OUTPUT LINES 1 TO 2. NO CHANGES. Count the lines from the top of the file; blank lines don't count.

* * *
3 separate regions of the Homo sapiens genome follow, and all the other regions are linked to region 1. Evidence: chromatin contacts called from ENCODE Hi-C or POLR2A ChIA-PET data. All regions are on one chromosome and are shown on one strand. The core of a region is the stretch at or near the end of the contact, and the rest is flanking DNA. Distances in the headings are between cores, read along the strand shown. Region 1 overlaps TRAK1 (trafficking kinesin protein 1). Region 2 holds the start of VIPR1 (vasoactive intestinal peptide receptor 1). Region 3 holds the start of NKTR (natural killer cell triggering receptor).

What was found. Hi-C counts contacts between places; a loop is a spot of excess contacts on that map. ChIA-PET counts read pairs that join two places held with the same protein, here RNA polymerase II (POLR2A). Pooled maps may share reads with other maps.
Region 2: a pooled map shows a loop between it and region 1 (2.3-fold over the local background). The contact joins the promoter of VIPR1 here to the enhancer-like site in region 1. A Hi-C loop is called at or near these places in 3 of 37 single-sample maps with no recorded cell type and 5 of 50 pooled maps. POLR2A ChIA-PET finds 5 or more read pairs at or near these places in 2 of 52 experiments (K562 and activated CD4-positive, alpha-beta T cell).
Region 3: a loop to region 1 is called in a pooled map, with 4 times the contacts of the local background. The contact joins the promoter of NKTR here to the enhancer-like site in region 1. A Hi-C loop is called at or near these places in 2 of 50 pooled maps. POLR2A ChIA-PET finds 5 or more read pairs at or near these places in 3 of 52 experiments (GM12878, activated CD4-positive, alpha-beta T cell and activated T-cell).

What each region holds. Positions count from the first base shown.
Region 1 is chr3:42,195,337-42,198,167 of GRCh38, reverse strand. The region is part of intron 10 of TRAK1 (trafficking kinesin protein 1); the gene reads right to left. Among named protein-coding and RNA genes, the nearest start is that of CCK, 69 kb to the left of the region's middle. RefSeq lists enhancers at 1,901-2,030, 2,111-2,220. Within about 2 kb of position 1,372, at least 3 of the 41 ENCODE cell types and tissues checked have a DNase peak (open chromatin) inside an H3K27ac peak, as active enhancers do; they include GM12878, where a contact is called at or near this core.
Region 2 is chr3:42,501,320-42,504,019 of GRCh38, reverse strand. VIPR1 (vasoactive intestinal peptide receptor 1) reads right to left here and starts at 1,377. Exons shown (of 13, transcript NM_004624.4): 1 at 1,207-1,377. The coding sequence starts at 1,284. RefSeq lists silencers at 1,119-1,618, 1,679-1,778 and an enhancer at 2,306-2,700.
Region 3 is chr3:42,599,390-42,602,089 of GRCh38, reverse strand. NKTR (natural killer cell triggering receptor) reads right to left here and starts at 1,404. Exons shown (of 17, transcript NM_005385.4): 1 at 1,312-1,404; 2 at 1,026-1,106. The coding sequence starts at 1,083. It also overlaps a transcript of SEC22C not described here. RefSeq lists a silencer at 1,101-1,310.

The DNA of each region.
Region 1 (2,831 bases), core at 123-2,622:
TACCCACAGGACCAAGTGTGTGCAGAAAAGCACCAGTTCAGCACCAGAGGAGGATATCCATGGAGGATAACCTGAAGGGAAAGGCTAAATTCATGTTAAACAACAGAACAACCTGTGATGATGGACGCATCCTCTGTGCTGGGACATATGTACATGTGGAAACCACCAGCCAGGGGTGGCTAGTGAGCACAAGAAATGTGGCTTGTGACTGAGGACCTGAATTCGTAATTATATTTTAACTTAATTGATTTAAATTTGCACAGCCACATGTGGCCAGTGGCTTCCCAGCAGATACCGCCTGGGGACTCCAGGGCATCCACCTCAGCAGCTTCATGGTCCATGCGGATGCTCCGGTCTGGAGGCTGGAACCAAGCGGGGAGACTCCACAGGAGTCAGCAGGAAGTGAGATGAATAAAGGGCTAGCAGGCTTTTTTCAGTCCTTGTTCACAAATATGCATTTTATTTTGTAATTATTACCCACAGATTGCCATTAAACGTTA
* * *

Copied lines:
3 separate regions of the Homo sapiens genome follow, and all the other regions are linked to region 1. Evidence: chromatin contacts called from ENCODE Hi-C or POLR2A ChIA-PET data. All regions are on one chromosome and are shown on one strand. The core of a region is the stretch at or near the end of the contact, and the rest is flanking DNA. Distances in the headings are between cores, read along the strand shown. Region 1 overlaps TRAK1 (trafficking kinesin protein 1). Region 2 holds the start of VIPR1 (vasoactive intestinal peptide receptor 1). Region 3 holds the start of NKTR (natural killer cell triggering receptor).

What was found. Hi-C counts contacts between places; a loop is a spot of excess contacts on that map. ChIA-PET counts read pairs that join two places held with the same protein, here RNA polymerase II (POLR2A). Pooled maps may share reads with other maps.